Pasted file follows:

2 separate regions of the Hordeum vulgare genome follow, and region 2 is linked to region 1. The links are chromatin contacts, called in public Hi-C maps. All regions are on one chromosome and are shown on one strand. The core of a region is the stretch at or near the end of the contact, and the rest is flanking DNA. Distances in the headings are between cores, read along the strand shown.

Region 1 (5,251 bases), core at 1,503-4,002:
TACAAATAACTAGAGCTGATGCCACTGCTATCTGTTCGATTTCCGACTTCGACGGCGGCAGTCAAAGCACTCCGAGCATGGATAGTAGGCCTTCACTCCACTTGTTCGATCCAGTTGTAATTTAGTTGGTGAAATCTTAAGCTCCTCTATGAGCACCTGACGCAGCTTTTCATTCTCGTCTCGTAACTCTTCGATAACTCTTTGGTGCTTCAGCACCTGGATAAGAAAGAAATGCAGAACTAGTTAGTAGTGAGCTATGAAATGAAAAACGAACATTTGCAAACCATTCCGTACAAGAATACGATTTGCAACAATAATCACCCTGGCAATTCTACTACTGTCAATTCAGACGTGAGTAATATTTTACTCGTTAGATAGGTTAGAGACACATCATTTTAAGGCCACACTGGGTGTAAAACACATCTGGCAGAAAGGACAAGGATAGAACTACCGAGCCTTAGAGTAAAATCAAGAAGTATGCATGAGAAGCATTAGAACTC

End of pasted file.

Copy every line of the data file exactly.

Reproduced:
2 separate regions of the Hordeum vulgare genome follow, and region 2 is linked to region 1. The links are chromatin contacts, called in public Hi-C maps. All regions are on one chromosome and are shown on one strand. The core of a region is the stretch at or near the end of the contact, and the rest is flanking DNA. Distances in the headings are between cores, read along the strand shown.

Region 1 (5,251 bases), core at 1,503-4,002:
TACAAATAACTAGAGCTGATGCCACTGCTATCTGTTCGATTTCCGACTTCGACGGCGGCAGTCAAAGCACTCCGAGCATGGATAGTAGGCCTTCACTCCACTTGTTCGATCCAGTTGTAATTTAGTTGGTGAAATCTTAAGCTCCTCTATGAGCACCTGACGCAGCTTTTCATTCTCGTCTCGTAACTCTTCGATAACTCTTTGGTGCTTCAGCACCTGGATAAGAAAGAAATGCAGAACTAGTTAGTAGTGAGCTATGAAATGAAAAACGAACATTTGCAAACCATTCCGTACAAGAATACGATTTGCAACAATAATCACCCTGGCAATTCTACTACTGTCAATTCAGACGTGAGTAATATTTTACTCGTTAGATAGGTTAGAGACACATCATTTTAAGGCCACACTGGGTGTAAAACACATCTGGCAGAAAGGACAAGGATAGAACTACCGAGCCTTAGAGTAAAATCAAGAAGTATGCATGAGAAGCATTAGAACTC